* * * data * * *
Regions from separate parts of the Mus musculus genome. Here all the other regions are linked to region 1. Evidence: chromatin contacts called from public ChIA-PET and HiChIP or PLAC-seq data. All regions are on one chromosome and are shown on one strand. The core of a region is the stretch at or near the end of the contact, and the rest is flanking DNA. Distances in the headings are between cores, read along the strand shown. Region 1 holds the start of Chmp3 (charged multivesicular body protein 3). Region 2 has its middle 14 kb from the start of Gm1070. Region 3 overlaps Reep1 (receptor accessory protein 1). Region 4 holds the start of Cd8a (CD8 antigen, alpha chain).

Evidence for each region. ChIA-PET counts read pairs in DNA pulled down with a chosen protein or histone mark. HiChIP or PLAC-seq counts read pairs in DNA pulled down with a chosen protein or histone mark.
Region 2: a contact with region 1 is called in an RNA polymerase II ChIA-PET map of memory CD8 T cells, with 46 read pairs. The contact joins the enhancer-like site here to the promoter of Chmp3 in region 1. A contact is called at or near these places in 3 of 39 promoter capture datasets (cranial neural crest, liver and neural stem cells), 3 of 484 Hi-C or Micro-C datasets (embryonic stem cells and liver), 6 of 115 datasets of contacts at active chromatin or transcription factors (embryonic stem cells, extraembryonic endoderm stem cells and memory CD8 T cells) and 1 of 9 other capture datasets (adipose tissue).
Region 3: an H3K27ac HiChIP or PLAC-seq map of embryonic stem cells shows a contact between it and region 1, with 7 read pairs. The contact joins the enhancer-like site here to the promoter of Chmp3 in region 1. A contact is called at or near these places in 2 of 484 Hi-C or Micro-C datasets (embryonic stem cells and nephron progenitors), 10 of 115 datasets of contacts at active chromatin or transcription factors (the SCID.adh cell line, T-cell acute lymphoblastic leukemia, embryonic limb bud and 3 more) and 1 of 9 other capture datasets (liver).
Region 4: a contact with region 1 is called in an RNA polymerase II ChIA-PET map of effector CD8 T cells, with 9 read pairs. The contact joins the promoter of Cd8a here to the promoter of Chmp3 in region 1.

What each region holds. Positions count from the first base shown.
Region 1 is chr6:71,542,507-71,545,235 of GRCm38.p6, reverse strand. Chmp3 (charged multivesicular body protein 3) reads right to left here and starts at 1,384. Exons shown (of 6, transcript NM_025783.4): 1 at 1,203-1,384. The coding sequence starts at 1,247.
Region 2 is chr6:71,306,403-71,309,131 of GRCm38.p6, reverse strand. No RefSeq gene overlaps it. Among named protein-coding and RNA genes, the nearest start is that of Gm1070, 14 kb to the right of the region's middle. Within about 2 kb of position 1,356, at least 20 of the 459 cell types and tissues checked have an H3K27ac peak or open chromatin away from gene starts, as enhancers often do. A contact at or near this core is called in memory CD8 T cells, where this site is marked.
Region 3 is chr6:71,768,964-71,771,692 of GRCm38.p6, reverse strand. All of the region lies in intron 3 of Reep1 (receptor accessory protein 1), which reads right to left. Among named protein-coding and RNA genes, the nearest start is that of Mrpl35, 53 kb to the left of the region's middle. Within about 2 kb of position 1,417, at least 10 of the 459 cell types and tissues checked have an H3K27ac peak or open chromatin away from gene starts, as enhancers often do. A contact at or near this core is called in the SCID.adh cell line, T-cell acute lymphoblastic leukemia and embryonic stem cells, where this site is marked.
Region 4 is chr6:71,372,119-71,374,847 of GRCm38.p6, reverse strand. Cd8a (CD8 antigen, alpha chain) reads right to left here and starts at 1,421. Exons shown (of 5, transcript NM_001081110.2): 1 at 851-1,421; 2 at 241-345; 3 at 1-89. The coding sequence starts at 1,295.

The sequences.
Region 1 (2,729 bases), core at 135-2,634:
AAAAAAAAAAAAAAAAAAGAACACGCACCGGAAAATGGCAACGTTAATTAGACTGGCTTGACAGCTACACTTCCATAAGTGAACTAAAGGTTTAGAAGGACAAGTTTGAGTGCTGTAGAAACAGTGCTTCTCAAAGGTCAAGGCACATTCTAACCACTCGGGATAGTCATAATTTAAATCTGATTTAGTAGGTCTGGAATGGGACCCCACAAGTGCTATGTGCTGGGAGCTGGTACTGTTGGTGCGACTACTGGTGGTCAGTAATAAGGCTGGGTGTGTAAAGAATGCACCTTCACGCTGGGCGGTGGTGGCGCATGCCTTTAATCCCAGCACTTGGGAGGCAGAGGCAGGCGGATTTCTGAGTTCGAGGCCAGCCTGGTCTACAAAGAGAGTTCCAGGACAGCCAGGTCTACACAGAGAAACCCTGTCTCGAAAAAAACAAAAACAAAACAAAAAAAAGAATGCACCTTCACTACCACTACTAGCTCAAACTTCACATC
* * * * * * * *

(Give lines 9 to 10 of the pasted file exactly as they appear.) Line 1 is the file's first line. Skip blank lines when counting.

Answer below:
Region 3 is chr6:71,768,964-71,771,692 of GRCm38.p6, reverse strand. All of the region lies in intron 3 of Reep1 (receptor accessory protein 1), which reads right to left. Among named protein-coding and RNA genes, the nearest start is that of Mrpl35, 53 kb to the left of the region's middle. Within about 2 kb of position 1,417, at least 10 of the 459 cell types and tissues checked have an H3K27ac peak or open chromatin away from gene starts, as enhancers often do. A contact at or near this core is called in the SCID.adh cell line, T-cell acute lymphoblastic leukemia and embryonic stem cells, where this site is marked.
Region 4 is chr6:71,372,119-71,374,847 of GRCm38.p6, reverse strand. Cd8a (CD8 antigen, alpha chain) reads right to left here and starts at 1,421. Exons shown (of 5, transcript NM_001081110.2): 1 at 851-1,421; 2 at 241-345; 3 at 1-89. The coding sequence starts at 1,295.